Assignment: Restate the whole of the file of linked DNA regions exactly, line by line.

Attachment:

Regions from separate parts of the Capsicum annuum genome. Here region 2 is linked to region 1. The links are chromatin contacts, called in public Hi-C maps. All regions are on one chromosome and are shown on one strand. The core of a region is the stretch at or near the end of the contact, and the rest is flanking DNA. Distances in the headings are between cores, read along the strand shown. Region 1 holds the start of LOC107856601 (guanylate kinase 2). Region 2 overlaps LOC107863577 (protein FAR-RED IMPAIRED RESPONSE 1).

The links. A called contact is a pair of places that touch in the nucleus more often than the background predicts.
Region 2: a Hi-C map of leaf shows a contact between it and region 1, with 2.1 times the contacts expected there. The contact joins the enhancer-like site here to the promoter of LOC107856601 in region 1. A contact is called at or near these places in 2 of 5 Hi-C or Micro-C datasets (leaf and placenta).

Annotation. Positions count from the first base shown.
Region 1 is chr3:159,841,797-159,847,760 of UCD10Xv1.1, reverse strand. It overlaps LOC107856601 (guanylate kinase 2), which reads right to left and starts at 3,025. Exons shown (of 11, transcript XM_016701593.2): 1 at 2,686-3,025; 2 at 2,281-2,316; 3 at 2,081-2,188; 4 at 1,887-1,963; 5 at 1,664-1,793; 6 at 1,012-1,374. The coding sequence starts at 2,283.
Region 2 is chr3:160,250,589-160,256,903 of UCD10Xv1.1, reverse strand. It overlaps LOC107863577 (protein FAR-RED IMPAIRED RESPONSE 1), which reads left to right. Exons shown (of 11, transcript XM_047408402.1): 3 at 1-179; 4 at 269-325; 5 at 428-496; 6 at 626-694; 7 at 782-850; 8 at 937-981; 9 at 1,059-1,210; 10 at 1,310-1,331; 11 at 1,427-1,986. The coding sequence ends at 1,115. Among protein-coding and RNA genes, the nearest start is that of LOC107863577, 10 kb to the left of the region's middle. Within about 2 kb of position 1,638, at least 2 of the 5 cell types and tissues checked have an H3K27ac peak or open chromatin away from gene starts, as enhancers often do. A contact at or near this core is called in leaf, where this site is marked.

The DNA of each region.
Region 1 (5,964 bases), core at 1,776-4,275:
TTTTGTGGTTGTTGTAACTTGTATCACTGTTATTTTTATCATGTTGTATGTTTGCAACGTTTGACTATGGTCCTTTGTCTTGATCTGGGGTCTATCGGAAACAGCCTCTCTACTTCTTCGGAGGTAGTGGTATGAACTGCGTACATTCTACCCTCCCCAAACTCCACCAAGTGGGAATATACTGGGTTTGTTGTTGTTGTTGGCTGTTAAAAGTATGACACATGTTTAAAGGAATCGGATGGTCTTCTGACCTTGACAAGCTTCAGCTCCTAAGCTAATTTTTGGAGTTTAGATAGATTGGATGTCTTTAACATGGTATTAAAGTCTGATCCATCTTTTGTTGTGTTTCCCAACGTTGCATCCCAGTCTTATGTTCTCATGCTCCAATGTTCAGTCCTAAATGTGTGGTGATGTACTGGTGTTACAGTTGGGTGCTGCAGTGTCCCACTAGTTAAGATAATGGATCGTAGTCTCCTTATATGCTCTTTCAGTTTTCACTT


Regions from separate parts of the Capsicum annuum genome. Here region 2 is linked to region 1. The links are chromatin contacts, called in public Hi-C maps. All regions are on one chromosome and are shown on one strand. The core of a region is the stretch at or near the end of the contact, and the rest is flanking DNA. Distances in the headings are between cores, read along the strand shown. Region 1 holds the start of LOC107856601 (guanylate kinase 2). Region 2 overlaps LOC107863577 (protein FAR-RED IMPAIRED RESPONSE 1).

The links. A called contact is a pair of places that touch in the nucleus more often than the background predicts.
Region 2: a Hi-C map of leaf shows a contact between it and region 1, with 2.1 times the contacts expected there. The contact joins the enhancer-like site here to the promoter of LOC107856601 in region 1. A contact is called at or near these places in 2 of 5 Hi-C or Micro-C datasets (leaf and placenta).

Annotation. Positions count from the first base shown.
Region 1 is chr3:159,841,797-159,847,760 of UCD10Xv1.1, reverse strand. It overlaps LOC107856601 (guanylate kinase 2), which reads right to left and starts at 3,025. Exons shown (of 11, transcript XM_016701593.2): 1 at 2,686-3,025; 2 at 2,281-2,316; 3 at 2,081-2,188; 4 at 1,887-1,963; 5 at 1,664-1,793; 6 at 1,012-1,374. The coding sequence starts at 2,283.
Region 2 is chr3:160,250,589-160,256,903 of UCD10Xv1.1, reverse strand. It overlaps LOC107863577 (protein FAR-RED IMPAIRED RESPONSE 1), which reads left to right. Exons shown (of 11, transcript XM_047408402.1): 3 at 1-179; 4 at 269-325; 5 at 428-496; 6 at 626-694; 7 at 782-850; 8 at 937-981; 9 at 1,059-1,210; 10 at 1,310-1,331; 11 at 1,427-1,986. The coding sequence ends at 1,115. Among protein-coding and RNA genes, the nearest start is that of LOC107863577, 10 kb to the left of the region's middle. Within about 2 kb of position 1,638, at least 2 of the 5 cell types and tissues checked have an H3K27ac peak or open chromatin away from gene starts, as enhancers often do. A contact at or near this core is called in leaf, where this site is marked.

The DNA of each region.
Region 1 (5,964 bases), core at 1,776-4,275:
TTTTGTGGTTGTTGTAACTTGTATCACTGTTATTTTTATCATGTTGTATGTTTGCAACGTTTGACTATGGTCCTTTGTCTTGATCTGGGGTCTATCGGAAACAGCCTCTCTACTTCTTCGGAGGTAGTGGTATGAACTGCGTACATTCTACCCTCCCCAAACTCCACCAAGTGGGAATATACTGGGTTTGTTGTTGTTGTTGGCTGTTAAAAGTATGACACATGTTTAAAGGAATCGGATGGTCTTCTGACCTTGACAAGCTTCAGCTCCTAAGCTAATTTTTGGAGTTTAGATAGATTGGATGTCTTTAACATGGTATTAAAGTCTGATCCATCTTTTGTTGTGTTTCCCAACGTTGCATCCCAGTCTTATGTTCTCATGCTCCAATGTTCAGTCCTAAATGTGTGGTGATGTACTGGTGTTACAGTTGGGTGCTGCAGTGTCCCACTAGTTAAGATAATGGATCGTAGTCTCCTTATATGCTCTTTCAGTTTTCACTT